You are not the first to wonder, “Why can’t I seem to find any good leads?” If you’re thinking that lead generation is particularly tough, you’re not alone.  I hear that all the time when I meet with new customers.  They’re frustrated and want to know how they can ramp up their lead generation efforts.  Of course, there are a million ways that you can generate leads, whether you choose to use direct mail, email marketing, social media, trade shows or your website, any of them can be successful if they’re used correctly.  On the other hand, any of them can also be used to generate low quality leads that will fill your calendar with worthless, dead-end appointments with people that will never turn into business.

So what’s the key to generating high quality leads?

Well, let me ask you this, “How do you define a quality lead?”  Is it someone who is likely to buy?  Is it someone who has bought from one of your competitors already but may not be satisfied?  Maybe it’s someone who falls into the right demographics.  Perhaps your definition looks something like this:

  1. They’re a white male, between the ages of 45 and 55 years old.
  2. They’re highly educated.
  3. They’re likely to drive a luxury vehicle.
  4. They enjoy playing golf.
  5. They’re already members of a golf club.
  6. They’re a C-level executive for a Fortune 5000 company.

Now if you could just get your hands on a list of people that look like that.  If I just sprinkled some magic fairy dust and that list appeared, would you be happy with your new list of high quality leads?  If you’re thinking, “yes” I’d have to say we’re close but you’re still holding a list of low-quality leads.  We’re still missing something that’s very important.  These guys haven’t shown any interest yet.  They’re still cold leads.  That’s low quality in my mind.  So let’s add another criteria:  They have to have reached out and demonstrated an interest.  Now were’ talkin’.   Now we know we have a guy who’s not only shown interest, but he also matches with our demographic profile of the type of person who could benefit from our product or service.  I bet you’re thinking we’ve got it.  Wrong.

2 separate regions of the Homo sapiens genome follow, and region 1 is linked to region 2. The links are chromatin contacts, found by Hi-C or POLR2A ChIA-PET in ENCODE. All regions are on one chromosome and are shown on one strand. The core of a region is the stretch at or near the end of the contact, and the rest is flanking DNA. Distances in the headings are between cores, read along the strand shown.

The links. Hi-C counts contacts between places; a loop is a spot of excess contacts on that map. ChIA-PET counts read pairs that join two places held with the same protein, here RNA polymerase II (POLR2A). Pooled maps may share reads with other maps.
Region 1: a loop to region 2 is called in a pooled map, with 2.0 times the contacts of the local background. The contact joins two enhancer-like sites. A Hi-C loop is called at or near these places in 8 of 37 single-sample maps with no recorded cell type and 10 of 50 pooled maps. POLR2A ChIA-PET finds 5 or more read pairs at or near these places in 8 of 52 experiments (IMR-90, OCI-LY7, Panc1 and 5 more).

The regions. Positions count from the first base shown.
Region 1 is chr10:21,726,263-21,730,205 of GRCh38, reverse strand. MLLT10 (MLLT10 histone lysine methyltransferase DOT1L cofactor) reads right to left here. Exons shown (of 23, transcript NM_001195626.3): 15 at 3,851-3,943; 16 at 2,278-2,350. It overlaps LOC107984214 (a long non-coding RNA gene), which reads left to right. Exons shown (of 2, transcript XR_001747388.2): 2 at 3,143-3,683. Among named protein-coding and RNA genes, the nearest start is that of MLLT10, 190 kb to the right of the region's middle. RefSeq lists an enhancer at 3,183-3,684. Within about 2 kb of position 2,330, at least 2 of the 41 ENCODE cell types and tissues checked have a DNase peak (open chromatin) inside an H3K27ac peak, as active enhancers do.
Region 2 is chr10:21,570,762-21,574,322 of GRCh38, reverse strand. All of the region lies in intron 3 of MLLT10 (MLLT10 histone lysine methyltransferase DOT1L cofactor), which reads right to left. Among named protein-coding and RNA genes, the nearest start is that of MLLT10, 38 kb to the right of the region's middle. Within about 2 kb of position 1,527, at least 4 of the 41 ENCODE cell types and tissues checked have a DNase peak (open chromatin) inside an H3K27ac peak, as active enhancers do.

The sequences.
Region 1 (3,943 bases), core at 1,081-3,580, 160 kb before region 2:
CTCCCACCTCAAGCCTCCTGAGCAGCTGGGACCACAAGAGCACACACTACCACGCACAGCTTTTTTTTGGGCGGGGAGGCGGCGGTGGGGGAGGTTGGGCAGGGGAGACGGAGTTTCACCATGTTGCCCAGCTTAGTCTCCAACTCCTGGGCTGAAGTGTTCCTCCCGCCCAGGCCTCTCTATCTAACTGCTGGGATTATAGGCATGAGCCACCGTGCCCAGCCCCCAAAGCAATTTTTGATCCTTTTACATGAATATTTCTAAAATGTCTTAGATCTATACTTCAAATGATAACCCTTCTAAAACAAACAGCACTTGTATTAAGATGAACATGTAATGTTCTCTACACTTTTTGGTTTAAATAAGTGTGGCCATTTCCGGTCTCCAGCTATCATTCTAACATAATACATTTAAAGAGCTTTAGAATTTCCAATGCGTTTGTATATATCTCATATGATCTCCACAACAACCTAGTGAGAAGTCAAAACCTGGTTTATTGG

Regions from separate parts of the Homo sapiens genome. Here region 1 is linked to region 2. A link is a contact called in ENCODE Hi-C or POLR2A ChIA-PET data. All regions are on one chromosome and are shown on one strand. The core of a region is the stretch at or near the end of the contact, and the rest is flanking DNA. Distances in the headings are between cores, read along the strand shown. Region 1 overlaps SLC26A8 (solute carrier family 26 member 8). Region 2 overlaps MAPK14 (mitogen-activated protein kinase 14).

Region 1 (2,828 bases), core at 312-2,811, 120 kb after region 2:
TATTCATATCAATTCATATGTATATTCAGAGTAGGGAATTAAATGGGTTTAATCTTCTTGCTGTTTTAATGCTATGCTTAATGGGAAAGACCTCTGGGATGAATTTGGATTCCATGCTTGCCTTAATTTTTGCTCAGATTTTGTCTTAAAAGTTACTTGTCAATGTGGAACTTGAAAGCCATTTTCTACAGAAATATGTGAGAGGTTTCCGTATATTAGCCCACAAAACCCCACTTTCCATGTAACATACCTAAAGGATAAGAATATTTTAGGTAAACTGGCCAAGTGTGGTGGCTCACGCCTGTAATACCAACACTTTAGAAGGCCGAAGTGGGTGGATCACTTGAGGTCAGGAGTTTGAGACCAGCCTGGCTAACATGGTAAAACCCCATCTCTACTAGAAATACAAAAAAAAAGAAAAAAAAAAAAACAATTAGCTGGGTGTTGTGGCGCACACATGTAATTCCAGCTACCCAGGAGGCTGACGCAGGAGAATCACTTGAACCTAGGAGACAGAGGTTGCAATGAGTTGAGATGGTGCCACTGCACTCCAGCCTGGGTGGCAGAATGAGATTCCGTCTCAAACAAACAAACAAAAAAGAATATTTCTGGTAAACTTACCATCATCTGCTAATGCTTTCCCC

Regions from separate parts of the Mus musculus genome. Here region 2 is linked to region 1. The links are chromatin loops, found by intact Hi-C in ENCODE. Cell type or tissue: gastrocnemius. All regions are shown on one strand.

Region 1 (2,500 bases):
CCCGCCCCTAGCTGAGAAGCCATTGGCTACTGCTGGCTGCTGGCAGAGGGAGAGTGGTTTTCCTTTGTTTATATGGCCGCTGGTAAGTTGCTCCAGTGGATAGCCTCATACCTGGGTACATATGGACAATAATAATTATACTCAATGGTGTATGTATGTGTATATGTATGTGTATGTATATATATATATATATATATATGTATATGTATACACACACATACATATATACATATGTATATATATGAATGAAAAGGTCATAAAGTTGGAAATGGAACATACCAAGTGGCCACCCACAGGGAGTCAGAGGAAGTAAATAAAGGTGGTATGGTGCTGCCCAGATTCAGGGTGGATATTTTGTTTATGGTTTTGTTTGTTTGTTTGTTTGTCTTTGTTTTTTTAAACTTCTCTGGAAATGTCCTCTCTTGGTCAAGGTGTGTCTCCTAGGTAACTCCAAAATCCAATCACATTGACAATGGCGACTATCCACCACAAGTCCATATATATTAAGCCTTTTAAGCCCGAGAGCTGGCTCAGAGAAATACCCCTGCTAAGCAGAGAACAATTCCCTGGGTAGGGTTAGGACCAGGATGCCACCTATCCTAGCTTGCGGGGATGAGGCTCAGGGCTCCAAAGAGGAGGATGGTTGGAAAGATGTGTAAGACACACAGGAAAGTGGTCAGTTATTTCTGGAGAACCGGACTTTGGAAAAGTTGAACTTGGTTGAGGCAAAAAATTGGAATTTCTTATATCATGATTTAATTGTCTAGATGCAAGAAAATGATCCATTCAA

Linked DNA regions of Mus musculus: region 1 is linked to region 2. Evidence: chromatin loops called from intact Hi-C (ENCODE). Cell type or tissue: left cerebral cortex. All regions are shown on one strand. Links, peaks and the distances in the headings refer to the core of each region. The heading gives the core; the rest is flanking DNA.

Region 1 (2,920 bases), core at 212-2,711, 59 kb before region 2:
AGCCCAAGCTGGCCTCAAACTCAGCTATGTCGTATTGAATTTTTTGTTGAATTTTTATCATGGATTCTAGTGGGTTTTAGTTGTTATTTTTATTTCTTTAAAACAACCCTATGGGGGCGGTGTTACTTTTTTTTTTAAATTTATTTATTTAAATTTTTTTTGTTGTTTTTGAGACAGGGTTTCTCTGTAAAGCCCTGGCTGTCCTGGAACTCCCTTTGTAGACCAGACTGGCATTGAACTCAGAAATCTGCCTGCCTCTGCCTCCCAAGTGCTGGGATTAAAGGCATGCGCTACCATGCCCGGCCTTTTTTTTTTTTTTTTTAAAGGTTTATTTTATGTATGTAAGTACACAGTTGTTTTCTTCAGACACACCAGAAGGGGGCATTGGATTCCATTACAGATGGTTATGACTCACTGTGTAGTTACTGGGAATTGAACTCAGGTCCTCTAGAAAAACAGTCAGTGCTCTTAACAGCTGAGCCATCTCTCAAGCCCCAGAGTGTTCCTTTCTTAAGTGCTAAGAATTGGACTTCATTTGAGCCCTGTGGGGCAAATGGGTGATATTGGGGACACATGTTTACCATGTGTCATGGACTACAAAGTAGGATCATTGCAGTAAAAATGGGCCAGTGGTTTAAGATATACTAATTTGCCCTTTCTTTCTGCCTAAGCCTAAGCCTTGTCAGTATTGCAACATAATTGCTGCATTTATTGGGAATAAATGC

What?  What more could you need?  We’ll let me ask you, “What did it look like when your so-called high-quality lead reached out and showed interest?”  Did he actually express a pain that you can solve or did he just fill out a contact form on your website?  Or maybe he dropped off a business card to win a free iPad.   I’d venture to say that a business card in a fishbowl isn’t the same as someone asking for help to a problem that’s plaguing them.  We ultimately have to get the potential customer to admit that they have a pain or they won’t buy anything from us.  If we can get them to do that up front, we’ve just moved them from a lead, to a high-quality lead.  Those are the hot ones that we want to pay attention to.  Does that make sense?  I sure hope so because that one little difference can either help you to work with the people that are likely to close vs. chasing the ones that will never close.  Pain.  It’s the key difference between a lead and high-quality lead.  Frankly, it’s the difference between a sale and no sale.

Hope that helps.

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